The fine art crowd had been fooled again. They’ve fallen for forgeries of Abstract Expressionist paintings by a Chinese artist; paid record amounts for one-striped paintings; crowned a businessman who can’t sculpt the greatest living artist when he merely makes reproductions of the most innocuous kitsch; and now they’ve bought a cheesy mall sculpture mistaking it for a work of genius.
Following is the text from the article, which I lovingly copied, as well as a cleaned-up scan of the photo:
Mall figure sold as art for millions
Unknown artist buys used storefront mall figure for $650 and sells it as an original fine art sculpture for $3.2 million.
New York. After visiting an upscale New York gallery, artist Eric Kuns was outraged and insulted. “This crap is of the one percent, and for the one percent”, said Kuns. He was convinced the art world had gone blind, and that the masterpieces of today were indistinguishable from the decorations he’d seen in a mall the weekend before. Out of his despair blossomed an idea, and having lost his job to outsourcing, he gambled on art connoisseurs and buyers being so disconnected from everyday reality that they “couldn’t tell art from arse”. Eric returned to the dilapidating mall in South Jersey he’d gone shopping in the weekend before on a quest to relocate a particularly “cheesy” oversized rabbit figure. Upon finding it he made inquiries, bargained, and by the end of the day had wrapped the rabbit in a blanket, flung it in the back of his rickety Chevy Luv pickup truck, and hauled it back to his apartment. There he made some small repairs, painted a big pair of red lips on the rabbit, and planned how to fool the art world into taking his newly named “Big Lipped Bunny” seriously. He’d spent $650 on it, and he wanted a return.
Disgusted by the art world. I took a day off to go see art. I went to the Gagosian Gallery and thought I’d walked into an upscale mall. Everything was slick, clean, shiny, and superficial. My first reaction was, “What the fuck is this shit?” I soon discovered this was the latest show by the greatest living artist. I thought it took skill, but, what a waste of talent. Then I read that the artist doesn’t even touch his own work. It’s done by hired sculptors. I wondered, why is there such a fine line between the priceless and the worthless? Why does something that’s supposed to be so great suck so bad?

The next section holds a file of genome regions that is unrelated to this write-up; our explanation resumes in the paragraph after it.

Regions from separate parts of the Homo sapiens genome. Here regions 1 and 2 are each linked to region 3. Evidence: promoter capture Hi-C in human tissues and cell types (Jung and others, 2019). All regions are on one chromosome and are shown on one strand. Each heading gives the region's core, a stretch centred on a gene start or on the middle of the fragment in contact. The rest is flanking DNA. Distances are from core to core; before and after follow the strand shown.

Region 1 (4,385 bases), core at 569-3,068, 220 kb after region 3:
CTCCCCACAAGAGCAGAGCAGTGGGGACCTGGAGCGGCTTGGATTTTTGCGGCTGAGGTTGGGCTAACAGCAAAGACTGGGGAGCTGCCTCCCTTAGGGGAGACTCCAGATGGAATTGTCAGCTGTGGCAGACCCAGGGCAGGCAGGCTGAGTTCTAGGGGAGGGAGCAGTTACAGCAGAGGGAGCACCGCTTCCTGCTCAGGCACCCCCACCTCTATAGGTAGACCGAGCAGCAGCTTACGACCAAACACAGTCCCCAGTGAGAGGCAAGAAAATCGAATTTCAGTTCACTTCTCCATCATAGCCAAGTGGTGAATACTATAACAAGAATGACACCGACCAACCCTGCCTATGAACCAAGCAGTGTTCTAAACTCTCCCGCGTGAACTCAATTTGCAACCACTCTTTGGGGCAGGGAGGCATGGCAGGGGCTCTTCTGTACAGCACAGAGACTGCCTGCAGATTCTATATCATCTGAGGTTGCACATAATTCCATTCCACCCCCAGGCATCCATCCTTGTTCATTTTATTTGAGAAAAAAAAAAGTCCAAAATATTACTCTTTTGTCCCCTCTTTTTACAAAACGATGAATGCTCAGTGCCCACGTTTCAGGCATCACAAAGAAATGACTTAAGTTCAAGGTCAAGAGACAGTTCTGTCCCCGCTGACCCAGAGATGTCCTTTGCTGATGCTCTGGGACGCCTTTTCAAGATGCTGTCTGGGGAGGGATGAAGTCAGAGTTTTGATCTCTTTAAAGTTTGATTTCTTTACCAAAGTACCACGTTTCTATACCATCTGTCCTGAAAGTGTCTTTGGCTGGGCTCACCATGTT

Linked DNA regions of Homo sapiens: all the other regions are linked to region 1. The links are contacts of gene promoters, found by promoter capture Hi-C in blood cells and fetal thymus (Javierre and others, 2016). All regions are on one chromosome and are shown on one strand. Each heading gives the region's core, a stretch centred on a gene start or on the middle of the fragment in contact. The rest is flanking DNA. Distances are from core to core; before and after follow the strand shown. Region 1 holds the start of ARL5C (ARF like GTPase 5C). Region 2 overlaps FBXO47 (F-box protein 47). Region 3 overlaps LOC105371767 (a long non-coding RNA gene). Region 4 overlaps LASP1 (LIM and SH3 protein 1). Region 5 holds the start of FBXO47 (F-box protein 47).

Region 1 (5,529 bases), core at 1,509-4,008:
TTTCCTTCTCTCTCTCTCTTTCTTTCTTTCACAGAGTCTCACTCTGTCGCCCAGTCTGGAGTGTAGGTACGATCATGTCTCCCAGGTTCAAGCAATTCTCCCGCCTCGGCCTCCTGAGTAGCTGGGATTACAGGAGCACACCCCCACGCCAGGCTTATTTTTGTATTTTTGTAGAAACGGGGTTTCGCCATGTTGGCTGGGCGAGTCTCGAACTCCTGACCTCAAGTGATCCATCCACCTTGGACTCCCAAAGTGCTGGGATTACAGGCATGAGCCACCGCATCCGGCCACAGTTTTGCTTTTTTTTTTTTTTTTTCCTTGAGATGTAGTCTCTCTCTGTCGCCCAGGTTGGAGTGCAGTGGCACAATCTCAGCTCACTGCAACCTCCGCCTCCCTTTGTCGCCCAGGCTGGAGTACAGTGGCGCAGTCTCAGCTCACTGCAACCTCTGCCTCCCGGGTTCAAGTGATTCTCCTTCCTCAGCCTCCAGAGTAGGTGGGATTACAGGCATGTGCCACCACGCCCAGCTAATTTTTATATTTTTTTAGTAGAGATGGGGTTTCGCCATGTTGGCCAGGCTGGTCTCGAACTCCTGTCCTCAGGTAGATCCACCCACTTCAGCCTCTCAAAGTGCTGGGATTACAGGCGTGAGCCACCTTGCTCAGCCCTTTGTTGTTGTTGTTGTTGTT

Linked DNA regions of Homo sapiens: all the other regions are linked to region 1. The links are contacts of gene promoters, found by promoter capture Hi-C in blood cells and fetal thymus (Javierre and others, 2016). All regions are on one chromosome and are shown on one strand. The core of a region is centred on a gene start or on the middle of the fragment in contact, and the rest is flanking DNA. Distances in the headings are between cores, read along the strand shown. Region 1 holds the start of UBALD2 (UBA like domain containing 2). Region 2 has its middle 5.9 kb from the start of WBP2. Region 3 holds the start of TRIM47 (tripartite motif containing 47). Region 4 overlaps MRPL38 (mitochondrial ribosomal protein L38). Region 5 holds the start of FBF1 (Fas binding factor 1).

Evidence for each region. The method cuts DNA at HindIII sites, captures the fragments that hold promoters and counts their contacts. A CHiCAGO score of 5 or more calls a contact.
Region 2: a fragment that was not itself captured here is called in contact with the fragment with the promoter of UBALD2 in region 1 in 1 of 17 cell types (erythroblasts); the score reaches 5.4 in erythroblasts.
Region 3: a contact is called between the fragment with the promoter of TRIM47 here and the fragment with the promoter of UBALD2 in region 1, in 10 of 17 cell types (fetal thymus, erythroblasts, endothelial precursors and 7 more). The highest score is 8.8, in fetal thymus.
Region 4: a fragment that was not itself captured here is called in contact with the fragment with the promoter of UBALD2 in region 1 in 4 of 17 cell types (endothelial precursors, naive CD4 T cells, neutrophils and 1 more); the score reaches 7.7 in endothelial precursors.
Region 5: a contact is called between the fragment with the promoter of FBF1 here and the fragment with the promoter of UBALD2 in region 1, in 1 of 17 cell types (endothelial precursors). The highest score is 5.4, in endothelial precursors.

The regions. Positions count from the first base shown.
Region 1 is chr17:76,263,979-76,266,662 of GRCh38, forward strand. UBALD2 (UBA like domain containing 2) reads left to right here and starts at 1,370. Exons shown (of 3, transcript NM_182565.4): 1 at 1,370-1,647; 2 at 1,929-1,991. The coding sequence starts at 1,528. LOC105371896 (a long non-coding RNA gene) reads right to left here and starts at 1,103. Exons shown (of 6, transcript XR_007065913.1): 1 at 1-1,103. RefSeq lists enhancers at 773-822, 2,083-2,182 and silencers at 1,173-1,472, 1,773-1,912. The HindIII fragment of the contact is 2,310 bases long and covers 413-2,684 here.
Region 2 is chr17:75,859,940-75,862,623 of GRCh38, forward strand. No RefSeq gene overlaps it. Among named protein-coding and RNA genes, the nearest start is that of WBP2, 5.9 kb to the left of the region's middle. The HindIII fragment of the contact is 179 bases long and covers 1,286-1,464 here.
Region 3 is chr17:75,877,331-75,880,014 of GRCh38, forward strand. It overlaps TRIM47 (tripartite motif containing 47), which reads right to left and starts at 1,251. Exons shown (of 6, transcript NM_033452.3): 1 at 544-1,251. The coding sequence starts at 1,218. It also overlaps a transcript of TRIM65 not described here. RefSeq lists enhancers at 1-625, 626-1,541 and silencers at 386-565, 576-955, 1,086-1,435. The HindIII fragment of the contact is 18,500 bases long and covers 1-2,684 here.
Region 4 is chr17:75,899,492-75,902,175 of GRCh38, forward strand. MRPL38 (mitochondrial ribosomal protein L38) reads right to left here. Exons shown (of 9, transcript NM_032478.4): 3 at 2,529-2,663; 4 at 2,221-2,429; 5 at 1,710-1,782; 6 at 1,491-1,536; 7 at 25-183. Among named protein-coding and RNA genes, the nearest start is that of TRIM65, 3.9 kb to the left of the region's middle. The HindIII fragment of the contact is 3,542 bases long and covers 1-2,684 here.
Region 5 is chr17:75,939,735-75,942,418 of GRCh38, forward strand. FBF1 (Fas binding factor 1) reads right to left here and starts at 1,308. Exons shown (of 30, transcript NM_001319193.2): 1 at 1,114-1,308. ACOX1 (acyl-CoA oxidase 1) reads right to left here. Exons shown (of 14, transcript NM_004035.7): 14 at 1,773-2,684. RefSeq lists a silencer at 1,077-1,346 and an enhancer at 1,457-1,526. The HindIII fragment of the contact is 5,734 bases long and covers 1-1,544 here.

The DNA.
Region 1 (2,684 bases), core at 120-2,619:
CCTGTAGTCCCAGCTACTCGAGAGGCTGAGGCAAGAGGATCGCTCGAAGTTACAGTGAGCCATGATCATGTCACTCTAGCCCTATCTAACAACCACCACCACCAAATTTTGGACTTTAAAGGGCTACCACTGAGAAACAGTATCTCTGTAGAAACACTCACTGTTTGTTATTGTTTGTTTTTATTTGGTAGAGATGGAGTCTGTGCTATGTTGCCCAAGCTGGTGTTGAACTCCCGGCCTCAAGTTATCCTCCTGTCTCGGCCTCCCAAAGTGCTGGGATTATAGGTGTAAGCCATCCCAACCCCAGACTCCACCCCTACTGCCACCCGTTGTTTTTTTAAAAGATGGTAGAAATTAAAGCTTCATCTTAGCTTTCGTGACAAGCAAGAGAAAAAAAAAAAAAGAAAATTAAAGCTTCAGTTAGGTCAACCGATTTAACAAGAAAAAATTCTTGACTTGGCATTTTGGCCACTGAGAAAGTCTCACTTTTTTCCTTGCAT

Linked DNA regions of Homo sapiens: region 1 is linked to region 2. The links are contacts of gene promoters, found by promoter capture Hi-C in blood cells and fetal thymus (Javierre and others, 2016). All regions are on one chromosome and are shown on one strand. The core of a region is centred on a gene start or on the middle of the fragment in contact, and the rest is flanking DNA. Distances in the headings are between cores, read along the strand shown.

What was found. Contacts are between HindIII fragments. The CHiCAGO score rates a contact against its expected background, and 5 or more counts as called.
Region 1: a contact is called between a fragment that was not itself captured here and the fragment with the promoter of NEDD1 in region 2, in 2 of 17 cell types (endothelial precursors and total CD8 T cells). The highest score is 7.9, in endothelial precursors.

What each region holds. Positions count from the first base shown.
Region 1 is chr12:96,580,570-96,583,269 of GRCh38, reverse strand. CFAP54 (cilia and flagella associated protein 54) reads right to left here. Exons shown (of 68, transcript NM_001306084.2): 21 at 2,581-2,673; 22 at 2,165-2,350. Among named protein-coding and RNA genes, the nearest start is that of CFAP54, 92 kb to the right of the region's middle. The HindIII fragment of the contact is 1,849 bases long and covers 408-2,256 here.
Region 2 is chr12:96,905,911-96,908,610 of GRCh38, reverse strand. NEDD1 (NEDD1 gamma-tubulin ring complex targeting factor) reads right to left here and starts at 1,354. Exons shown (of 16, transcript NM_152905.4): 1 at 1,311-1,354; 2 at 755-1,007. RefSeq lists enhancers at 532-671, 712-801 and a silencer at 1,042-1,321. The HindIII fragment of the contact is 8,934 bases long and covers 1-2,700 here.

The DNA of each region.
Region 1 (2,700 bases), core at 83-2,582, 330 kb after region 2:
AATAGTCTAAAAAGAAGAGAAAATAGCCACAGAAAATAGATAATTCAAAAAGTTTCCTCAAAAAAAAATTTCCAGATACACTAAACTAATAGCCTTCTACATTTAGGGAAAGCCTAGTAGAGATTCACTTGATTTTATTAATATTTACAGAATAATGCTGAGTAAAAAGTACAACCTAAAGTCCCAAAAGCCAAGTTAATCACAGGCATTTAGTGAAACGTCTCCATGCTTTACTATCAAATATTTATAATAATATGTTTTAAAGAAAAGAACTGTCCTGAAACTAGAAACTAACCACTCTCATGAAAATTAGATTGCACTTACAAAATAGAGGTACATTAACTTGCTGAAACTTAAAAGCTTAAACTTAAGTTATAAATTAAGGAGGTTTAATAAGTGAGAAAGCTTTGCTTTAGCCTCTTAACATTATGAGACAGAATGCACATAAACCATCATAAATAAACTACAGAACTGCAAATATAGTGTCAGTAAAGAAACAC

The hardest part for Eric part was “ingesting the tripe of artist statements and theories on which to underpin the rabbit as an important, and thus priceless fine art object” and the easiest part was “regurgitating that threadbare rubbish”. He’d memorized “glib pronouncements” by the likes of Jeff Koons and Paul McCarthy, and learned to “do a sleight of hand so that lack of anything substantive that one can latch onto is confused for the boundless ineffable”.
Kuns did research and elaborated his strategy, opting to advertise the work as “painted red lips on statue” in fine print so he was technically selling the “painting of the lips”, in which case the statue was just the surface the painting was done on. He further plotted to confuse people into believing it was created by art superstar Jeff Koons, whose name shares the same pronunciation as Kuns. Another challenge was to find a gallery owner who would be complicit in such a ruse. Fantastically, the plot worked, and the placard adjacent the sculpture was what sold the buyer:
Big Lipped Bunny is a generous sculpture which does not alienate anyone. It celebrates the joy of childhood play by reconjuring our first sight of a new toy, and in so doing reaffirms the harmony of life in a time of discord. The red lips convey the sensual and the arena of love that a cherished toy is a prelude to. Big Lipped Bunny is an icon of our age, and the epitome of innocence melded with sophistication. Ownership of this masterwork by a world class artist whose name sounds familiar to everyone will instantly position the buyer among the pinnacle of collectors in the world and transform a collection to an unrivaled level of grandeur.